Poliarchie/Polyarchies is multi-disciplinary journal which aims at promoting the encounter of the social sciences and humanities, ranging from sociology and political science to history, economics, law and philosophy. The analysis of political and social change can indeed be investigated from different perspectives and with the help of a variety of methodological tools. Poliarche/Polyarchies embraces a range of contemporary issues: processes of supranational integration and democratization in the world; the transformation of contemporary societies under the pressure of immigration and environmental challenges; the crises of “electoral democracy” in Europe and the development of a deliberative model of democracy; the potential “clash of civilizations” and socio-religious conflict; the resurgence of nationalisms and micro-regionalism in Europe and in the world; the integration of policy processes into networks and of communities into new frameworks and governance systems. The journal has an anonymous referee system and two issues per year are expected.
This article aims to asses - from an anthropological perspective - the model of accompaniment to pregnancy, childbirth and birth represented by Maternity homes, non-health facilities run by midwives on a freelance basis. In Italy, the number of these facilities has grown considerably in recent years, currently reaching 19. The aim of this work is, on the one hand, to provide a mapping of these facilities, outlining similarities in their genesis and the services they provide; on the other, to reflect on the potential of this model for supporting the process of birth, which incorporates both the instances relating to the exercise of reproductive rights (such as women’s right to choose the circumstances of their own birth), and the international evidence-based recommendations (WHO 2018a). These include the ‘continuity of care’ during pregnancy and childbirth, that is often disregarded in the hospitalized birth. The integral approach – including support that often continues even after the birth (e.g. through the activities of groups of parents who have given birth in the same place) - will be investigated in the light of the peculiarities of the non-interventionist approach that characterises this type of facility.
Motherhood in prison is a little-discussed topic due to the small number of incarcerated women. Few studies have given voice to incarcerated mothers to speak directly about their condition. This contribution, through a survey of the international scientific literature and making use of a decade of teaching experience in prisons, combined with field observation activities on behalf of the Antigone Association, took stock of the condition of imprisoned motherhood in Italy and the laws in force. Interviews with imprisoned mothers were analyzed in the light of the reform proposals initiated in our country to ensure that imprisoned mothers can continue to bond with their children in non-custodial settings.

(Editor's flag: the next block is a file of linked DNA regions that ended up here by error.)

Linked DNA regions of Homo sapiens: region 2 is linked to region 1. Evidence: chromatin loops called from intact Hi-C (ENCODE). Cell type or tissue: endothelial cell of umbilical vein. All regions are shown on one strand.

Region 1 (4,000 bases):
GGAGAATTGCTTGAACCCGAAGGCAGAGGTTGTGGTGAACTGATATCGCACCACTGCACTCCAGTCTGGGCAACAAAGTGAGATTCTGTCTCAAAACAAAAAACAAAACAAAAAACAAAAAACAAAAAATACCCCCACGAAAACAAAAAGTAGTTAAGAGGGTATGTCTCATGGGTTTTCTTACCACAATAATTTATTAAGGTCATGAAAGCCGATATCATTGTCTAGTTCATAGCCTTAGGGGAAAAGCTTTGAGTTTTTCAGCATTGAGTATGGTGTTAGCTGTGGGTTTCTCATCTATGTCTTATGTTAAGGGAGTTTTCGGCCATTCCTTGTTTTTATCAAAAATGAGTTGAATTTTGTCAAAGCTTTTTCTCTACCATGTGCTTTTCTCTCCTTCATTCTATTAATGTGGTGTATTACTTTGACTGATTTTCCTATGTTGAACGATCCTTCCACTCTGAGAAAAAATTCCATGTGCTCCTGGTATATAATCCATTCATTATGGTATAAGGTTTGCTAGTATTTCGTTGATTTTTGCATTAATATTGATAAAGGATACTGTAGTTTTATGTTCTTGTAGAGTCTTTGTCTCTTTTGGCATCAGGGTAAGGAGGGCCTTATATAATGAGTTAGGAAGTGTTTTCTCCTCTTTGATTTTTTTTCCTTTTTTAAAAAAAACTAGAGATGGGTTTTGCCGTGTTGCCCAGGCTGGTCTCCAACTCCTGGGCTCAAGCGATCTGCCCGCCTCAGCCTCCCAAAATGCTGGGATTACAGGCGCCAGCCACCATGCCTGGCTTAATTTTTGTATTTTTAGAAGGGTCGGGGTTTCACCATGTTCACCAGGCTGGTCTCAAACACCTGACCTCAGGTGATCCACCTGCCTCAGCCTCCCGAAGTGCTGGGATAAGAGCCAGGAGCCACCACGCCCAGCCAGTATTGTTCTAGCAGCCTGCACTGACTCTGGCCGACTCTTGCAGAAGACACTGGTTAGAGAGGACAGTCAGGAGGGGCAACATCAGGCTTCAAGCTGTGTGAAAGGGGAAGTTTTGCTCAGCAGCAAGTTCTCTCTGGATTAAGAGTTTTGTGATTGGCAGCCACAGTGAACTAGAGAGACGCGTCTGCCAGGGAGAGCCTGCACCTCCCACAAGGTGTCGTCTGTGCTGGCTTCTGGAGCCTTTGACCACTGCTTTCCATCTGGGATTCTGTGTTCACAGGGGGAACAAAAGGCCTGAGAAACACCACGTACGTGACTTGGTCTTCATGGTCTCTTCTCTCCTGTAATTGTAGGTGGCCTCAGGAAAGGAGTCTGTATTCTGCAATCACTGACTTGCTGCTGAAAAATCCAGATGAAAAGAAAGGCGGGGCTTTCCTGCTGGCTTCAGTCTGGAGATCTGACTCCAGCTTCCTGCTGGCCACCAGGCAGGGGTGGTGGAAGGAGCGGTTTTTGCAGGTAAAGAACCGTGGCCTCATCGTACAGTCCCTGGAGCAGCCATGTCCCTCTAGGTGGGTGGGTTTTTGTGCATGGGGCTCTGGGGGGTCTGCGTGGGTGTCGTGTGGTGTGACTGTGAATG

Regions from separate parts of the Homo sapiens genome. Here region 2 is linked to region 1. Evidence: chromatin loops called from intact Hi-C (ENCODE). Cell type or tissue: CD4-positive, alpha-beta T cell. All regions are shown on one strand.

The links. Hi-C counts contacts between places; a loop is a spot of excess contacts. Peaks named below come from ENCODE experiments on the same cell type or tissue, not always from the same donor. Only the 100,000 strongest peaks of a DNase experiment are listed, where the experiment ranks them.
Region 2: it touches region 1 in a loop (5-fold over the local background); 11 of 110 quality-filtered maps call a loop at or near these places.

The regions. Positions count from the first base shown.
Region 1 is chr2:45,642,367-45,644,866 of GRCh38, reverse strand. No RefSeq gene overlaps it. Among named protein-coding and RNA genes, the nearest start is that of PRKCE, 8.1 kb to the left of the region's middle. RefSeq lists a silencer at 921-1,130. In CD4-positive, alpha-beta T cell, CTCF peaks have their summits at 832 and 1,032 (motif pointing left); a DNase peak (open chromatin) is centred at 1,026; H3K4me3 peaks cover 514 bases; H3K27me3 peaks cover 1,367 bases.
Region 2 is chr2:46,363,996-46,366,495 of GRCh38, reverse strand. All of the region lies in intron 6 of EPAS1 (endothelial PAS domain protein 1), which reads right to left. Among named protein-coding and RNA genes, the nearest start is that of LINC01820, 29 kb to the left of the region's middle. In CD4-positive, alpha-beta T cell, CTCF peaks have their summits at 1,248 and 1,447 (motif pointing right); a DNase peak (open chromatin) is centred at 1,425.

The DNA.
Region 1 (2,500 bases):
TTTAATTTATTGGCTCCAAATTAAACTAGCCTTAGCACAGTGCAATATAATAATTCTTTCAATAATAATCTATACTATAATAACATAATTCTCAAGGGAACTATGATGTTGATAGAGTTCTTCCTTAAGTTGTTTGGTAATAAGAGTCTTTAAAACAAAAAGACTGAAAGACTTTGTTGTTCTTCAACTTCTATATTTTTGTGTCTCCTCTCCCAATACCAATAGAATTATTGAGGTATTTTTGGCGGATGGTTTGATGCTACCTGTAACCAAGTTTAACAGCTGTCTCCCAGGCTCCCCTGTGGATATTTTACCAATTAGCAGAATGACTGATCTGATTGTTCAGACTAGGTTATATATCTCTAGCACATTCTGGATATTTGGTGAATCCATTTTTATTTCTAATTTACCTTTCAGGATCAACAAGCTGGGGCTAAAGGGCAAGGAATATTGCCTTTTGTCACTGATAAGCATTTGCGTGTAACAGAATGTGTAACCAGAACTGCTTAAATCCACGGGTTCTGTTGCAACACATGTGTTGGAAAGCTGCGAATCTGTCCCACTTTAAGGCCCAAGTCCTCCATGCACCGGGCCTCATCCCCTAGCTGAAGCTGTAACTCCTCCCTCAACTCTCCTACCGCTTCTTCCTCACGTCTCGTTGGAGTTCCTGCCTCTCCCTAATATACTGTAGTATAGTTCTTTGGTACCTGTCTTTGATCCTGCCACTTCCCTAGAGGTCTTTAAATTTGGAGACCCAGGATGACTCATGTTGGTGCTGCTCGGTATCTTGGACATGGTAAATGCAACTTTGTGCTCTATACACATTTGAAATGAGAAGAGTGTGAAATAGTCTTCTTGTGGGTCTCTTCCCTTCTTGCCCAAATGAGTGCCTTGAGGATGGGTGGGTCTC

During the Sars-Cov-2 pandemic, more couples in Italy considered giving birth at home with the assistance of private midwives, by questioning the social norm of a hospital birth. This article discusses the findings produced through a qualitative study that has reached 16 home birth experts and 22 women who gave birth at home between 2020 and 2022. It emerges that the midwives’ dedication to their profession is embedded in their awareness of being contributors to social change (in terms of the demedicalisation of birth and women’s empowerment) initiated in the 1970s by older generations of midwives and birth activists. Parents tend to make sense of their home birth as a matter of individual choice and wish that this choice could be soon or later normalized. However, midwives and parents rarely engage with policy makers and tend to be content to express their values in their professional practice and birth/parenting choices.
After the First Republic, a growing instability has been affecting Italian politics at different levels. Most of the literature has focused on the transformation of Italian political and party systems from a national point of view; however, the analysis of regional level could be used to better understand the trajectories of instability in Italy. The paper aims to contribute to the existing literature on instability and regional politics. An analysis of national, regional and European electoral data in three different periods (First Republic, bipolar Second Republic, tripolar Second Republic) will be provided in order to assess the degree of instability of each region over time. Regional majorities are confirmed to have become increasingly unsure about their own re-election even in those territories being historically considered as parties’ strongholds at subnational level; the results of the analysis show that instability affects all regional political systems even more after the appearance of a third pole (the Movimento 5 Stelle – M5S) in 2013, with the only exception of the Veneto region.